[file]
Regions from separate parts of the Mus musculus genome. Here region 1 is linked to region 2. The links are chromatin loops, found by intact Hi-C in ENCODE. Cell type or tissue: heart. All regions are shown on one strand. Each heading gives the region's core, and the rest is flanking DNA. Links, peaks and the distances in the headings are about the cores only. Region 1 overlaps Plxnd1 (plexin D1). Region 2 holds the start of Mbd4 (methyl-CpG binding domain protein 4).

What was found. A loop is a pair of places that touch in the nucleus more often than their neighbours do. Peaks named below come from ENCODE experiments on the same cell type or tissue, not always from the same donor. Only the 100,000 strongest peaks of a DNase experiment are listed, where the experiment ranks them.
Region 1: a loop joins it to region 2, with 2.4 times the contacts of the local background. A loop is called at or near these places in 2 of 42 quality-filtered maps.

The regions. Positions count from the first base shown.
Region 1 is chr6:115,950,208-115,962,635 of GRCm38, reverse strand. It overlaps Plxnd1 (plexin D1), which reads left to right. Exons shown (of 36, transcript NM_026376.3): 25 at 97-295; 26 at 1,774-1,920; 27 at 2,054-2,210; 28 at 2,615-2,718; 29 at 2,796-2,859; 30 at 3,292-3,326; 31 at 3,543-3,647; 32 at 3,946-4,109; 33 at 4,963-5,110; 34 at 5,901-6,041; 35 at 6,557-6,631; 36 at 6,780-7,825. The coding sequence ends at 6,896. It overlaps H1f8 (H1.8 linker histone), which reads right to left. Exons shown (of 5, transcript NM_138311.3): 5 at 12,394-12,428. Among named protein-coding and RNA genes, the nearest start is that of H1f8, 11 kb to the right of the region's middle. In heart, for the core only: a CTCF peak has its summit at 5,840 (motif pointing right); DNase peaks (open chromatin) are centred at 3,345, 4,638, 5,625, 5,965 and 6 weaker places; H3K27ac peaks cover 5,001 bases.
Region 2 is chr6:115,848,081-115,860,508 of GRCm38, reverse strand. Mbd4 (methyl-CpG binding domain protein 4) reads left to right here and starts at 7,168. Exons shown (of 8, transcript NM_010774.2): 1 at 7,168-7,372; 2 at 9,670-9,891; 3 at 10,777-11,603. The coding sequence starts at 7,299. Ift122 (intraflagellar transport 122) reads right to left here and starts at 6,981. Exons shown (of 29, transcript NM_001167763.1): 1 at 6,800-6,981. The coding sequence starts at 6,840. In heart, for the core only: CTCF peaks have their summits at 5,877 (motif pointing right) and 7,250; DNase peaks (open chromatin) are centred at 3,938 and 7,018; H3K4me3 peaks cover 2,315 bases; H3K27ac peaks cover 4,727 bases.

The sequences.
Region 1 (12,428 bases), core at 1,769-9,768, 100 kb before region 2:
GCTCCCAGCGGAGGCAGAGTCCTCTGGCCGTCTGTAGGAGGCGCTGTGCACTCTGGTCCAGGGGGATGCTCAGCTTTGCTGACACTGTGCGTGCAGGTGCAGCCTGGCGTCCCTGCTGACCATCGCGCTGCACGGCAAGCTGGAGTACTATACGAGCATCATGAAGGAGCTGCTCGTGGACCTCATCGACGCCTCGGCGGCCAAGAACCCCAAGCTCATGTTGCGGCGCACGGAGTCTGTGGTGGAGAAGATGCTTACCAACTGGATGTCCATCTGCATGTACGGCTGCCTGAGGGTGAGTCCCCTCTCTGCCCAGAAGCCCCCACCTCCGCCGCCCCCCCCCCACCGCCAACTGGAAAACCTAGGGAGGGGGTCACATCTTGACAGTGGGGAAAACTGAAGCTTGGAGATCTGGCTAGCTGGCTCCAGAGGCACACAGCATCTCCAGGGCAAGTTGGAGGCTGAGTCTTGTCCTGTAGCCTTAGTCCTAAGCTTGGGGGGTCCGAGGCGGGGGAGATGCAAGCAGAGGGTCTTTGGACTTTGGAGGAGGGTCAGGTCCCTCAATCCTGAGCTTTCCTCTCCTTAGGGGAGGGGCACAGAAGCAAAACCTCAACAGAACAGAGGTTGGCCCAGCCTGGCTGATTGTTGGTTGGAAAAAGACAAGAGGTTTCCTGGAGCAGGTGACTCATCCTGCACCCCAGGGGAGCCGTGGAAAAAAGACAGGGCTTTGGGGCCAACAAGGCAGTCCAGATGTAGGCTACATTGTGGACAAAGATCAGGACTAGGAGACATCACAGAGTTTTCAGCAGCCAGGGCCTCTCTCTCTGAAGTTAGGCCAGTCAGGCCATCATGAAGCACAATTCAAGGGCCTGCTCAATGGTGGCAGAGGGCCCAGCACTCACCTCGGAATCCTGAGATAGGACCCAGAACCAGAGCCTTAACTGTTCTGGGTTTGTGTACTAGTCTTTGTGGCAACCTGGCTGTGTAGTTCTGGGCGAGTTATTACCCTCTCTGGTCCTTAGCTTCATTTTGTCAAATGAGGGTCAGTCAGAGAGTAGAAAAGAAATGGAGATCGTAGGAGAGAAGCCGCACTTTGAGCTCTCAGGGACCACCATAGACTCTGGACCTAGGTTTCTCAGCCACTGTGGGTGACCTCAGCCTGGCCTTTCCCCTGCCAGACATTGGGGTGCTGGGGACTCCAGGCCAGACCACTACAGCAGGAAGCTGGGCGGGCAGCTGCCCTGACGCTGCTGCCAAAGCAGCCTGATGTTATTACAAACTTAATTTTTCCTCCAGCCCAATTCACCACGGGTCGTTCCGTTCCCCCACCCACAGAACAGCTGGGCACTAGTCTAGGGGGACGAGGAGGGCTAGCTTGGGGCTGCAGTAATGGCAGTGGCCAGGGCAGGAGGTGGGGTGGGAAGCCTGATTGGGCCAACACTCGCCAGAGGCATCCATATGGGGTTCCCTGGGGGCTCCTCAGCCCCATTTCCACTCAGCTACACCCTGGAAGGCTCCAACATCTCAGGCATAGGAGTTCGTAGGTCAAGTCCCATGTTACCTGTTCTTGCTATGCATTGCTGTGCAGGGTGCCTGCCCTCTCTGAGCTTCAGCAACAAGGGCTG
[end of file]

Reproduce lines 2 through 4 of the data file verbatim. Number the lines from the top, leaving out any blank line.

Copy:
What was found. A loop is a pair of places that touch in the nucleus more often than their neighbours do. Peaks named below come from ENCODE experiments on the same cell type or tissue, not always from the same donor. Only the 100,000 strongest peaks of a DNase experiment are listed, where the experiment ranks them.
Region 1: a loop joins it to region 2, with 2.4 times the contacts of the local background. A loop is called at or near these places in 2 of 42 quality-filtered maps.

The regions. Positions count from the first base shown.